nep-ias New Economics Papers
on Insurance Economics
Issue of 2010‒03‒20
four papers chosen by
Soumitra K Mallick
Indian Institute of Social Welfare and Bussiness Management

  1. The Design of Unemployment Transfers: Evidence from a Dynamic Structural Life-Cycle Model By Haan, Peter; Prowse, Victoria L.
  2. Health Insurance Competition in Germany - The Role of Advertising By Bettina Becker; Silke Uebelmesser
  3. Wither The Economics of Agricultural Development? By James Roumasset
  4. An introduction to parametric and non-parametric models for bivariate positive insurance claim severity distributions By David Pitt; Montserrat Guillén

  1. By: Haan, Peter (DIW Berlin); Prowse, Victoria L. (University of Oxford)
    Abstract: In this paper we use a dynamic structural life-cycle model to analyze the employment, fiscal and welfare effects induced by unemployment insurance. The model features a detailed specification of the tax and transfer system, including unemployment insurance benefits which depend on an individual's employment and earnings history. The model also captures the endogenous accumulation of experience which impacts on future wages, job arrivals and job separations. For better identification of the structural parameters we exploit a quasi-natural experiment, namely reductions over time in the entitlement period for unemployment insurance benefits which varied by age and experience. The results show that a policy cut in the generosity of unemployment insurance operationalized as a reduction in the entitlement period generates a larger increase in employment and yields a bigger fiscal saving than a cut operationalized as a reduction in the replacement ratio. Welfare analysis of revenue neutral tax and transfer reforms also favors a reduction in the entitlement period.
    Keywords: unemployment insurance, replacement ratio, entitlement period, life-cycle labor supply, tax reform, method of simulated moments
    JEL: C23 C25 J22 J64
    Date: 2010–02
  2. By: Bettina Becker (Department of Economics, Loughborough University); Silke Uebelmesser (CES, University of Munich)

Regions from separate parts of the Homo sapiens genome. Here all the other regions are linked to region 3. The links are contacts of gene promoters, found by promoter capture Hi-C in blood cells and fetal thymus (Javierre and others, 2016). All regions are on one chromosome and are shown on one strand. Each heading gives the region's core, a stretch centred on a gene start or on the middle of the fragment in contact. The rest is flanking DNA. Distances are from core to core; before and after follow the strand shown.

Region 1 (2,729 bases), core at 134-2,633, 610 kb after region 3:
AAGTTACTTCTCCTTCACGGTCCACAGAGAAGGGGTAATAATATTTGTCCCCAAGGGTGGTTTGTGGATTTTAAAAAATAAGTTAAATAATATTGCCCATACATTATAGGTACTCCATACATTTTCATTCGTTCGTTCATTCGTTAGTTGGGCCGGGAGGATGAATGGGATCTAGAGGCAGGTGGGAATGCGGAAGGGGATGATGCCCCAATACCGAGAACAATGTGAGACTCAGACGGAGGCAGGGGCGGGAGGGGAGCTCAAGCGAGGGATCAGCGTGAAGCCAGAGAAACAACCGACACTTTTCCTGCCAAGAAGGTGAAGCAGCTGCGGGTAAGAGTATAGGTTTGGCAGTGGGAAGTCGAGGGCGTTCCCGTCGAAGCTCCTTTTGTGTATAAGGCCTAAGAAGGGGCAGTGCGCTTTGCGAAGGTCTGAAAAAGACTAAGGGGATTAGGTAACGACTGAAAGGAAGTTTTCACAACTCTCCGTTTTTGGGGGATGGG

Abstract: In the 1990s, competition among health insurance funds (‘sickness funds’) was introduced in Germany. As one means of competition, free choice of initial health funds and subsequent switching between them was made available to all insured. Since then, the number of funds has decreased substantially, and funds have had to engage in competitive strategies to remain in the market. In this paper, we want to analyse the funds’ advertising activities in the face of the changed competitive environment. This has not been possible to date due to a lack of data. We use two new datasets to get a first insight into the potential effects of competition on funds’ advertising strategies; one of the volume and cost of advertisements and one of their contents. Our results suggest that competition has been associated with an increase in the amount of advertising. As to the adverts themselves, we find that there was a decrease in the share of advertisements of a ‘general’ content in favour of advertisements of a more ‘fund-specific’ content. The data therefore indicate that once the market was open to switching of funds by the insured, funds’ advertising efforts changed to differentiating their own perceived strengths from those of competitor funds. These observations allow us to draw some tentative conclusions about the relevance of (attempts of) risk selection by health funds via advertisements and about the general success of the pro-competitive legislation.